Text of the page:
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    Who are the NERD fund donors Mr Snyder?

    Raise the curtain.

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    Federal Judicial Selection Proves the Point (none / 0) (#5)
    by Publius on Wed May 25, 2011 at 12:47:28 PM EST
    I've had suggested to me that since Federal judges are appointed, not elected, that merit selection is fine and dandy.  There are three fallacies with this position.  First, that assumes Federal judges are indeed fine and dandy.  I submit a large number of them are wildly leftist in orientation (Proposition 8, anyone?).  Second, Federal judges must be confirmed by the Senate, and are often required to testify.  So there is an airing of their positions, their competence, and a vote by elected representatives; they don't assume their bench seat simply because the Michigan Bar Association activists handpick them.  

    Third, there has long been a weird asymmetry in approaches to Federal judicial appointments, with Republicans by and large taking the position that the President is entitled to the judges of his choosing, and the Democrats taking the position that the courts are a crucial field for imposing their policies and therefore conservative judicial candidates must be opposed by any means available.  Bork? Estrada? Owens? Saad, Boyle, Myers, Haynes and Wallace?  Keisler, Robert Conrad, Matthews, and Glen Conrad? William Smith, Shalom Stone, Loretta Preska, Gene Pratter, Paul Diamond? And literally dozens more. The list of excellent Republican judicial candidates blocked purely on ideological grounds is long; the list of Democratic nominees blocked on ideological grounds is... Goodwin Liu.  And Liu would have been a poor choice for an appellate judicial position on any grounds, given his lack of any relevant experience and his publicly demonstrated bias.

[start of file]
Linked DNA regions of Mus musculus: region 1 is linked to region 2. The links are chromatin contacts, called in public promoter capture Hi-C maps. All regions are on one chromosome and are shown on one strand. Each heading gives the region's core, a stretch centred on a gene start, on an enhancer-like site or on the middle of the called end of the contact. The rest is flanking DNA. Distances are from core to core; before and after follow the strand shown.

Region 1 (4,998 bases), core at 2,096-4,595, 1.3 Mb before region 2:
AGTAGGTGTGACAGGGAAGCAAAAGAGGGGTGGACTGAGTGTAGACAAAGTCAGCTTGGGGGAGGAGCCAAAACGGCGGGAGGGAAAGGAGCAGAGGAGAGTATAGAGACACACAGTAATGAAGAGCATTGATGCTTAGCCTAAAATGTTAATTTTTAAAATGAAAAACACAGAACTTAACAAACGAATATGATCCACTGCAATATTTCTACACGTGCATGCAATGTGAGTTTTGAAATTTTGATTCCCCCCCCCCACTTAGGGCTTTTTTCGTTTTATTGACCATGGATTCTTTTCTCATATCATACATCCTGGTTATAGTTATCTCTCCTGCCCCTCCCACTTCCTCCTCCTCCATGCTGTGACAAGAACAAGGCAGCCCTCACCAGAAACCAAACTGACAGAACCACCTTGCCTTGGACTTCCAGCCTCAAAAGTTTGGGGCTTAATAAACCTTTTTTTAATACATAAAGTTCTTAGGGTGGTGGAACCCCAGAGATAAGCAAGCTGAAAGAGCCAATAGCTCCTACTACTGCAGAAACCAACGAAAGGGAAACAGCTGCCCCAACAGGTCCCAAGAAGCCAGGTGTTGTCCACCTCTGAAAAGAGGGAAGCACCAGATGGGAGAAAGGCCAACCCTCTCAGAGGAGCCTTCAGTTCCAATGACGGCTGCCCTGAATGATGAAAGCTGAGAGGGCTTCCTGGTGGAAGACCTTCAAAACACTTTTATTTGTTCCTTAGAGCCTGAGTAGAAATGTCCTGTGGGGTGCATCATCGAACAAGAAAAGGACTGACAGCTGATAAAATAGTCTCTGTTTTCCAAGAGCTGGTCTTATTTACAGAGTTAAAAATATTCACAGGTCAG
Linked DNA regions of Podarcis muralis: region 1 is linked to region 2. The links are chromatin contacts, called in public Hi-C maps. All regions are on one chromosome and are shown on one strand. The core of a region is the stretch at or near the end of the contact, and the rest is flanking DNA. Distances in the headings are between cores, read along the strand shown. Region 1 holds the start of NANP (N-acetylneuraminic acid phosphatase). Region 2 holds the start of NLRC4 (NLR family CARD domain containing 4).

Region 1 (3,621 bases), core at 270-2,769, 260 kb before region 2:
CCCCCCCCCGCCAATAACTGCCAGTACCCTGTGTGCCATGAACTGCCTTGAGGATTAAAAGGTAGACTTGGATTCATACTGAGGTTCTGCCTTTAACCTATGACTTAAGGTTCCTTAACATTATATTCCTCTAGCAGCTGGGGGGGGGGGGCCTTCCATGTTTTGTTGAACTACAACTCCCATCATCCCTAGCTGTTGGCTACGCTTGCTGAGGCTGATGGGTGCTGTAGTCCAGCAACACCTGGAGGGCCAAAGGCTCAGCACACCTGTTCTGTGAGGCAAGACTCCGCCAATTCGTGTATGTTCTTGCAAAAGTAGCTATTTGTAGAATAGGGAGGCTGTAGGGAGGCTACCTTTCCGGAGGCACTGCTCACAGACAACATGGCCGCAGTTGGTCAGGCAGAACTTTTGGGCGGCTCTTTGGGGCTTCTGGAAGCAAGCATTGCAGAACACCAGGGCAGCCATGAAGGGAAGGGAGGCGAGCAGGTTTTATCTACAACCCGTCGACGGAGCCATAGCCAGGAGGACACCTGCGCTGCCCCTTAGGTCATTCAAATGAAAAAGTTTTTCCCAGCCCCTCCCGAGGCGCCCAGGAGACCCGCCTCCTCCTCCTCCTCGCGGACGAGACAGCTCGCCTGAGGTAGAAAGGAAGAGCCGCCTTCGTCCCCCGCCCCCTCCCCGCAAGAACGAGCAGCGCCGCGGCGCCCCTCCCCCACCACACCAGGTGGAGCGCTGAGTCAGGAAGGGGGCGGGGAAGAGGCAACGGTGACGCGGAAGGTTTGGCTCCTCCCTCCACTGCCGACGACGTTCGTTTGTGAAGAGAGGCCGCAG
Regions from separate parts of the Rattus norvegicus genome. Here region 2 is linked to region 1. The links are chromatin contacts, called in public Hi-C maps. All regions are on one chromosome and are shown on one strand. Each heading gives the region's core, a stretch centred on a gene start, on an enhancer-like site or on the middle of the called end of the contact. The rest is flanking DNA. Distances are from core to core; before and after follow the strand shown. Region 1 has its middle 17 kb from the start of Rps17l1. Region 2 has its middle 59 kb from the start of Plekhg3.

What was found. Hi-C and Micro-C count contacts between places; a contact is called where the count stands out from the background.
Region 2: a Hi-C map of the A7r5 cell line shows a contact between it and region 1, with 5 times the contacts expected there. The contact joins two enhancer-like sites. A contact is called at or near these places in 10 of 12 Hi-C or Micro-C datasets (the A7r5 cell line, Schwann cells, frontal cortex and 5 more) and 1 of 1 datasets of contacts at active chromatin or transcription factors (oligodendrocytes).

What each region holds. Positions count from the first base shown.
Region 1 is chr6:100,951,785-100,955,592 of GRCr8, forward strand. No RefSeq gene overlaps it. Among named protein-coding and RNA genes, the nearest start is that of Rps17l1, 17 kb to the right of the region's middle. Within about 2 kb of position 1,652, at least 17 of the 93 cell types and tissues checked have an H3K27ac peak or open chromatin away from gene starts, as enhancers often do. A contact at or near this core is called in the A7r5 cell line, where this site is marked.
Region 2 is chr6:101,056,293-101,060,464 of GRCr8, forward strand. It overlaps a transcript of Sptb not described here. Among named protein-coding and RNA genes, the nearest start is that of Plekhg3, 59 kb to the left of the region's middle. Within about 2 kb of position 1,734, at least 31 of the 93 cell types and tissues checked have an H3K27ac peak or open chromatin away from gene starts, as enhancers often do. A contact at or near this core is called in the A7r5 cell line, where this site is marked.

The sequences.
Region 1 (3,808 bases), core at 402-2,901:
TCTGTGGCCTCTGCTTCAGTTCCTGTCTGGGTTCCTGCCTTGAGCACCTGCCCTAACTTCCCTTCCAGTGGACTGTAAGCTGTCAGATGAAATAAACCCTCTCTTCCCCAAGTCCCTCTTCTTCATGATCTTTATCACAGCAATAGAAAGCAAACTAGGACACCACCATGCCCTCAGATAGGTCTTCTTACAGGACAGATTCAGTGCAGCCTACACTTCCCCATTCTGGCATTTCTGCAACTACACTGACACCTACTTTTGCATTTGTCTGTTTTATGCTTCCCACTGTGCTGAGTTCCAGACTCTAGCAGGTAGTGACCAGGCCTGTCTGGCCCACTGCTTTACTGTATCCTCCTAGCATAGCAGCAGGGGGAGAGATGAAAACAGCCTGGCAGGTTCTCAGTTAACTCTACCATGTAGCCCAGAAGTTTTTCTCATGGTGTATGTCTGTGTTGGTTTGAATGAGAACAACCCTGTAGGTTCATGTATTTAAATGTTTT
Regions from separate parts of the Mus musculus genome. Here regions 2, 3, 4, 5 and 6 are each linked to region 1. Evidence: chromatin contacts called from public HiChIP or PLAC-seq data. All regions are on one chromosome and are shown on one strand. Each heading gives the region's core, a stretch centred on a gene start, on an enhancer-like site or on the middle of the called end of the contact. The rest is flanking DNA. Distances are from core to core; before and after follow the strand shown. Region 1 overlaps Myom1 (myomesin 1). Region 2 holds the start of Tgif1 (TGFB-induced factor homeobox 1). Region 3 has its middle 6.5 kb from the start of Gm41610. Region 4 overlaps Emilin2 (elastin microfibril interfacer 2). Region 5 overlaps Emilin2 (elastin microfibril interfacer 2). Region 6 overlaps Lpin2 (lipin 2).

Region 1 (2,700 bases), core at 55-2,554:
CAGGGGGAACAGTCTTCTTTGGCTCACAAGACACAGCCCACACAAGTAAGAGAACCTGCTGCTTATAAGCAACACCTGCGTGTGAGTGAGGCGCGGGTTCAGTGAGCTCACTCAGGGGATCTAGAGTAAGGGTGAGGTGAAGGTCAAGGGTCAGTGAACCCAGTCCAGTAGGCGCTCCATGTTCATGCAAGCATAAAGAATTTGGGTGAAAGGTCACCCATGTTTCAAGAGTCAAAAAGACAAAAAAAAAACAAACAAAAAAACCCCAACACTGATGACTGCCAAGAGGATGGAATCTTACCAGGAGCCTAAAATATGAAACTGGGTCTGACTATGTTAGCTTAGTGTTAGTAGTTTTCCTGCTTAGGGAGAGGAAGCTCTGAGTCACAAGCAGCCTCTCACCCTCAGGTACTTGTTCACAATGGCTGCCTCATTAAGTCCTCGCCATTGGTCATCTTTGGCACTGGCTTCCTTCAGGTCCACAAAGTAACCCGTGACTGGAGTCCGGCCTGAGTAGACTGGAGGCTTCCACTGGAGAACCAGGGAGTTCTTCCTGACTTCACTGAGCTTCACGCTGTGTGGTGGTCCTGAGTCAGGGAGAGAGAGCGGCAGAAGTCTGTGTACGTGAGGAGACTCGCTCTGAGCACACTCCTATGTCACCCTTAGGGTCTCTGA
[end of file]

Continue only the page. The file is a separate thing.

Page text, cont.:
And make no mistake, the Democrats have found obstruction pays.  Not only have they kept off the bench many superb conservatives, Obama has filled at least nine Court of Appeals seats, and thirteen District Court seats, that the Democrats blocked Republican nominees from. In fourteen cases, the Democrats blocked second and even third nominees for the same seat.  Federal judicial appointments are not merit selection; they are an exercise in bare-knuckled power politics.  

    So no, I don't think the federal court experience demonstrates that "merit selection" is a good practice.  It demonstrates "merit selection" is all too often an oxymoron, like Peacekeeper missile, quiet riot, public education, and Congressional ethics.

    • What you said by JGillman, 05/25/2011 12:58:52 PM EST (none / 0)

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